100% Commission... Industry is in the TANK! Can't make money! Can I quit and file?
by John W.
Short and sweet - I'm an HONEST mortgage broker in the mid-west where the housing market didn't go too kooky. While I fully understand the current economic conditions the country faces - and fully expected for my income to drop some because of it - I did not anticipate the fact that even when I had an outstanding borrower (credit, job, down payment, etc.) that the loans wouldn't get done due to some off the wall craziness that is now the mortgage industry. As I type it's mid-September 2009 and I've earned $5k YTD.... I am W-2 and I am paid 100% commission. They don't "let people go" because the brokers aren't costing them any money to have around.
1 - Am I pretty much screwed - generally - because I am in fact employed? Even if there's no money to be made?
2 - Is it a "good cause" if I quit because I was unable to close 2 loans (high loan amounts, would have earned about $6k total) because the company did not honor rate locks that I was specifically told (verbally and e-mail) would be honored?
I feel like I'm in a trap with my situation but really need the help that filing unemployment would bring while I find a new industry where I can actually make money.
I'm sure you are in the same boat with a whole lot of other mortgage brokers looking for a new profession to
transfer skills to. I wish you all the best.
The first thing I checked on was whether the money you do earn has "Coverage"
since it is 100 percent commission. It doesn't look like it is excluded such as it would be for insurance or real estate agents in OK. But just to be safe .. ask your employer if they pay UI taxes on your commissions.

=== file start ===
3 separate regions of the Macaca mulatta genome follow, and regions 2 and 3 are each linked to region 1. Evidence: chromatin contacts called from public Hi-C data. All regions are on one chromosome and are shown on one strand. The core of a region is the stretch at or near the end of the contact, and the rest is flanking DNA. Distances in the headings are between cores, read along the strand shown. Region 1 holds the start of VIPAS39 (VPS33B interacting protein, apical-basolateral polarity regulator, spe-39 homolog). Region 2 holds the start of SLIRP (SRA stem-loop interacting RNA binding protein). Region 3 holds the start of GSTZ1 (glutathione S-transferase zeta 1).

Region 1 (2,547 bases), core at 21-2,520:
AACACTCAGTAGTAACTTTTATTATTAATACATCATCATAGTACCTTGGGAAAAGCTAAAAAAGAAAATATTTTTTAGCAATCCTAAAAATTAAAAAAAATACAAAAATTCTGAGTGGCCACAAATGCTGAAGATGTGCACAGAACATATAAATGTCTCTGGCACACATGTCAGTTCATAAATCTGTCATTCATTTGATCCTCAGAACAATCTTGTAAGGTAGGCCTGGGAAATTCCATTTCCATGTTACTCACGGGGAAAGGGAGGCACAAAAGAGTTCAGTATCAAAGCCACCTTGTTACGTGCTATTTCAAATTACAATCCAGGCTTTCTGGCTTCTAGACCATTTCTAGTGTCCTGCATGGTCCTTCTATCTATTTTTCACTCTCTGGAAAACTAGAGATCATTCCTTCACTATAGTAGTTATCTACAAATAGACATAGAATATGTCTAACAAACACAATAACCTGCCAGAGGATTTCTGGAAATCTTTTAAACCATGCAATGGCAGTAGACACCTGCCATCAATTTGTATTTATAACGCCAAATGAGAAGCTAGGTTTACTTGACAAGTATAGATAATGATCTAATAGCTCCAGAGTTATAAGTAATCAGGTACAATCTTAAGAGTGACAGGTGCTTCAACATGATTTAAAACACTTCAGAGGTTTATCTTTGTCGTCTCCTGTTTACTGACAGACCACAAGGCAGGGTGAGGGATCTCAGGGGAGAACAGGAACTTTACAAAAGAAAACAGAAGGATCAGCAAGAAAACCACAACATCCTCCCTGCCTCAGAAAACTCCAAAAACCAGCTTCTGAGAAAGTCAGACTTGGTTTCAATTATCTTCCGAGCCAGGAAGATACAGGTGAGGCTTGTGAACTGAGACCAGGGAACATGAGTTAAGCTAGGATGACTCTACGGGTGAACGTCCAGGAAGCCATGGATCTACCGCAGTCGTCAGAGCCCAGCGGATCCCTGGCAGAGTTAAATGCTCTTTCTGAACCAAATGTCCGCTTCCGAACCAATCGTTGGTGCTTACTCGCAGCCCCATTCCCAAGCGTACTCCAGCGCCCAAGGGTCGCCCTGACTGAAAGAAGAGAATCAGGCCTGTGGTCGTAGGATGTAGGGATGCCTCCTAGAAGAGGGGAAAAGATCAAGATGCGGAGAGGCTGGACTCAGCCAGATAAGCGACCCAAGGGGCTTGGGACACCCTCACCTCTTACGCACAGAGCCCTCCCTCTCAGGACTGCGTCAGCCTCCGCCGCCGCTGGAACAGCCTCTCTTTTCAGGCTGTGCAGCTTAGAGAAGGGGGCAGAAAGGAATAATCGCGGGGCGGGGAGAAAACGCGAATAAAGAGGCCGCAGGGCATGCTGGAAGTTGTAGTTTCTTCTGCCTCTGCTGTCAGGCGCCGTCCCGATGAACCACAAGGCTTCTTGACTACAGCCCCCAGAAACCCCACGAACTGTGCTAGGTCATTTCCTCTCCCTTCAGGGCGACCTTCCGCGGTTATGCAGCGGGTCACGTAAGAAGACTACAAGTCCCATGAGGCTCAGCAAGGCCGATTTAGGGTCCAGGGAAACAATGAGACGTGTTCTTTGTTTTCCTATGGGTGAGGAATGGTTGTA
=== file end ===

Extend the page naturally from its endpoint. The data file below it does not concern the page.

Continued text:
So I wandered over to the Oklahoma website and looked for some kind of Oklahoma unemployment benefit guide as to how they make determinations for voluntary quits for your reason. I do not get many visitors from Oklahoma:)
Lo and behold they have something!! .. A precedent manual
Although I think it's not the greatest of manuals. It's better than none at all, which is usually the case.
If you read OK's definition of what is good cause for quitting
, you might notice possibilities for an exit strategy, but you better hurry because .. the longer you stay given your current earnings .. the smaller your weekly benefit amount will become every quarter.
This information has been given with an assumption that you have always been paid straight commission only and that it was your employer's fault that you were unable to earn any money because they failed to honor a rate lock.
Oh, and that they do pay unemployment tax on wages.
If this was a recent change in pay structure .. my answer would probably have taken another direction.